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Overseas Life Writing on Modern Chinese People: German-speaking Countries

The two countries of Germany and China have had many intersections in the history of the 20th century to the present, which provides many opportunities and scenarios for the encounter between Chinese and Germany. Both the Germans and the Chinese have left a clear mark in history. The experience of the Germans in China and the experience of the Chinese in Germany constitute the most idiographic and humanistic chapter in Sino-German relations. Some of the Chinese and their descendants who have studied, immigrated, or lived in Germany have written autobiographies or memoirs. In Germany, some scholars and writers (mainly sinologists) have a strong interest in Chinese people. In addition to Germany, Chinese people living in Switzerland and Austria have also left several biographical writings, which are precious samples for understanding the exotic experience of them. On the basis of extensive materials, this volume reviewed about 450 Chinese characters who have relations with German-speaking countries in certain way. It includes an introduction, four chapters and the conclusion, a total of 22 sections, 260,000 words.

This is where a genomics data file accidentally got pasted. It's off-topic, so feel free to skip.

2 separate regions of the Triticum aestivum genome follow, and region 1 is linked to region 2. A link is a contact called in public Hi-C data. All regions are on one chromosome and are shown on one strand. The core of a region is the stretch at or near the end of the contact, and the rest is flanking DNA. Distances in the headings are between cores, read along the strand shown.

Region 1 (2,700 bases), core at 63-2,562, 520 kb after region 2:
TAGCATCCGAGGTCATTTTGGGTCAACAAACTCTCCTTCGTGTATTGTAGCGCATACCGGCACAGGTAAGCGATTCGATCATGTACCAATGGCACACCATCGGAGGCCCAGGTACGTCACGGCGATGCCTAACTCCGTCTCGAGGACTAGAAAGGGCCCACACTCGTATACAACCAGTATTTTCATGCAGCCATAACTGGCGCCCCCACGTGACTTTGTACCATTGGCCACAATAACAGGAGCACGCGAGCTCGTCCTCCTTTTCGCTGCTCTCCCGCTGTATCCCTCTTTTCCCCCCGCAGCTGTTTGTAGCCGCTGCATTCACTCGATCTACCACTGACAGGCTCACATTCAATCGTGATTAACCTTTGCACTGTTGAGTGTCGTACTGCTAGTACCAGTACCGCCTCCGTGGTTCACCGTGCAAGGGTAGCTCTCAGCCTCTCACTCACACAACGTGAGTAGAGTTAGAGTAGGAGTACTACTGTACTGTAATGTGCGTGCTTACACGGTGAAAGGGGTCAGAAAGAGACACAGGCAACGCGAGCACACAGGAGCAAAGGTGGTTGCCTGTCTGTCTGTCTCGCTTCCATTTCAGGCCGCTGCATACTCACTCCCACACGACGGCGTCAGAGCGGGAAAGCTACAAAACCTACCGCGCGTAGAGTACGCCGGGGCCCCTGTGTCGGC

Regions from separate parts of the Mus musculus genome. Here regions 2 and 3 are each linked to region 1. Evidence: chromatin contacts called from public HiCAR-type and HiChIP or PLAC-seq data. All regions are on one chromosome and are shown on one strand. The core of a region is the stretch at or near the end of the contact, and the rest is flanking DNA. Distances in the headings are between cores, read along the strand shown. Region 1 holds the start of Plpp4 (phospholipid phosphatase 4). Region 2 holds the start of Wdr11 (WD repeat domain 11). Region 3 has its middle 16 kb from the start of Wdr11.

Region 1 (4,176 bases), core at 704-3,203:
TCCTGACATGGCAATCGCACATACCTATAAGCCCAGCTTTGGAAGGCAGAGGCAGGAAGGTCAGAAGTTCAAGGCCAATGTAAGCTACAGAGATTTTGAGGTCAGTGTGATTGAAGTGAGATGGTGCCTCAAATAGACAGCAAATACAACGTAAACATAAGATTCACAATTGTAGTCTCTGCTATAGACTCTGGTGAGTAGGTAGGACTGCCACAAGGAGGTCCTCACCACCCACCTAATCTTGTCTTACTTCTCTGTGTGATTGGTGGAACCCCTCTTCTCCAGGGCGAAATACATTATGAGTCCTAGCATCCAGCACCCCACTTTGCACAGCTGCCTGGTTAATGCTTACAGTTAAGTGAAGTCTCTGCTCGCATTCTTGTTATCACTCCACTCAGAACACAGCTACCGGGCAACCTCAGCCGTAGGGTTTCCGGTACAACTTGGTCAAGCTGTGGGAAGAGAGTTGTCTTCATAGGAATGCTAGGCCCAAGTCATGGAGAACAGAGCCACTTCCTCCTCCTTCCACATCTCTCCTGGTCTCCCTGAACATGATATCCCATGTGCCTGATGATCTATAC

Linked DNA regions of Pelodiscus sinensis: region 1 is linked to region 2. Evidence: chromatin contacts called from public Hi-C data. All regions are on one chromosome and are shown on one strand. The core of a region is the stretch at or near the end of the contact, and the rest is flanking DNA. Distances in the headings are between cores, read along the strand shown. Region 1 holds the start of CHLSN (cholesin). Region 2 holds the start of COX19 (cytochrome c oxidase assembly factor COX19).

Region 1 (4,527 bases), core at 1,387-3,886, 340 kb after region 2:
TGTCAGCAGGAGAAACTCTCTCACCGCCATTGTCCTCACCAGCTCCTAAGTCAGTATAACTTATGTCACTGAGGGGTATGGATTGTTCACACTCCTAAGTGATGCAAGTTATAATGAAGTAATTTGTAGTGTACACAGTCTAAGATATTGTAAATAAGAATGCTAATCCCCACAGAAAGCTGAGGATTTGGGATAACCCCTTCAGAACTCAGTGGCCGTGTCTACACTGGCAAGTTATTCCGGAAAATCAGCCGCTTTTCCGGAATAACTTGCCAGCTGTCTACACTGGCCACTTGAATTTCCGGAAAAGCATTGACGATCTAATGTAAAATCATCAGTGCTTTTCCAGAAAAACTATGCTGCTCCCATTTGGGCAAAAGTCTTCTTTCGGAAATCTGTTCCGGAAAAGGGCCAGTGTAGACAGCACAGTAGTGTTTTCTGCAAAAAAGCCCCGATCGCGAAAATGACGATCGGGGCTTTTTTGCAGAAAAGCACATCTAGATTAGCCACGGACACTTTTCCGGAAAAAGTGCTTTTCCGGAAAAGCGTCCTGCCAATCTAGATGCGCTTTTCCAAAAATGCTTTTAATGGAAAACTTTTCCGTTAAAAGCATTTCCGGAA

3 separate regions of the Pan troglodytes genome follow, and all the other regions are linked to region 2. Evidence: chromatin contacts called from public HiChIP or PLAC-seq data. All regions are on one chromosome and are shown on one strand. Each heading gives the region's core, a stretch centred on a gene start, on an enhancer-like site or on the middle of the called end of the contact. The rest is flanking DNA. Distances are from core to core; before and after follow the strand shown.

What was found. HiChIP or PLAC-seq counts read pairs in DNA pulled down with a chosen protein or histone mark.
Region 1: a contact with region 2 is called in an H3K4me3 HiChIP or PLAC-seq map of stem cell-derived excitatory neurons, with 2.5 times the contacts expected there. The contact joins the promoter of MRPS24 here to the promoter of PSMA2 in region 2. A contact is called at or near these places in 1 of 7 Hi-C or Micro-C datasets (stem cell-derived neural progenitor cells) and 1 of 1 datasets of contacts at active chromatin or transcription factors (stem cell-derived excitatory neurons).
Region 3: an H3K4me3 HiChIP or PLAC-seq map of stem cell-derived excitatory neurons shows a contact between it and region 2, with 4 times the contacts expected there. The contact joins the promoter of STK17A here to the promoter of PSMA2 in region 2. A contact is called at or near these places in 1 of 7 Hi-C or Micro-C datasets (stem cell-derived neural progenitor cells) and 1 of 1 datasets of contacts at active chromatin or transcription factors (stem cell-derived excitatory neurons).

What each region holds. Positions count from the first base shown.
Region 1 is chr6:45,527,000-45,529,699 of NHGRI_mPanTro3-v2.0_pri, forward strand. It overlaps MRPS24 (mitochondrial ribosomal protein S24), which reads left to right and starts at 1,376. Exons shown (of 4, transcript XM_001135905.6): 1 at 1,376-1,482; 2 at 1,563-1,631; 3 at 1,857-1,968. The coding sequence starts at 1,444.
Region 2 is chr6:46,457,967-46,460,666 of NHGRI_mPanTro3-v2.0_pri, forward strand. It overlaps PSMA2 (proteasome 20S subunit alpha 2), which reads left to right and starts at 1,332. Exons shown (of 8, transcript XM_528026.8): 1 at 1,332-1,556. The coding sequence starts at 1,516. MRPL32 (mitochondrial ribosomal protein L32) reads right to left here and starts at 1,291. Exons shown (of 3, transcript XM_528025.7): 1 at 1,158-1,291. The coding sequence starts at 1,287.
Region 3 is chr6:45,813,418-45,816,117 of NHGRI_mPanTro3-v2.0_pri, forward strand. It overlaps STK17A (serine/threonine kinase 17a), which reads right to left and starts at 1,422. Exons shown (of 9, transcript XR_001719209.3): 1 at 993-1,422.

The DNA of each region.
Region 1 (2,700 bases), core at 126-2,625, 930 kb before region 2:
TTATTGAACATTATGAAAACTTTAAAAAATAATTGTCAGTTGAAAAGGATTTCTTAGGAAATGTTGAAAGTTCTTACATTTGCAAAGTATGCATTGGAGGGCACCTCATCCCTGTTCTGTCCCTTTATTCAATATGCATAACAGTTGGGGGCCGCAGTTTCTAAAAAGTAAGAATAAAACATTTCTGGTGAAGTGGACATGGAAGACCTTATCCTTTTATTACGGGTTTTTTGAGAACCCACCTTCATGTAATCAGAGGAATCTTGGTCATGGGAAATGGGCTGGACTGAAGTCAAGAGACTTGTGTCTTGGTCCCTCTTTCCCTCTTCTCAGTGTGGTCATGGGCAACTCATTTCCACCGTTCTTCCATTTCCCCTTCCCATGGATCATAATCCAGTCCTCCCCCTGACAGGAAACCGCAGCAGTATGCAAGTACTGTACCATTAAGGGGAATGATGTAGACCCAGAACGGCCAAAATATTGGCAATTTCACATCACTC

The introduction reviews the history of Sino-German relationship and the Chinese immigrants' to German-speaking countries. It also highlights main features of Chinese life-writing in the Sino-German cross-cultural context.


Chapter 1 reviews the activities of the Chinese in Germany before the outbreak of the Second World War (1901-1939) and the records or memories they left behind. Among them are politicians, revolutionaries, diplomats, scholars and literati, and "Qingtian hawkers."


Chapter 2 reviews the "German experience" of the Chinese from World War II to German reunification (1939-1990) (Chow Chung-cheng 's autobiographies is of special significance) and the study of Chinese people by German sinologists (the books about Taiwanese writers are given special attention).


Chapters 3 and 4 describe the new features of biographical writing in the late 20 years, including the autobiography written by Chinese and the Chinese biographies written or translated by German scholars. Cross-cultural conflict and identity confusion are central issues in late biographies and autobiographical writing.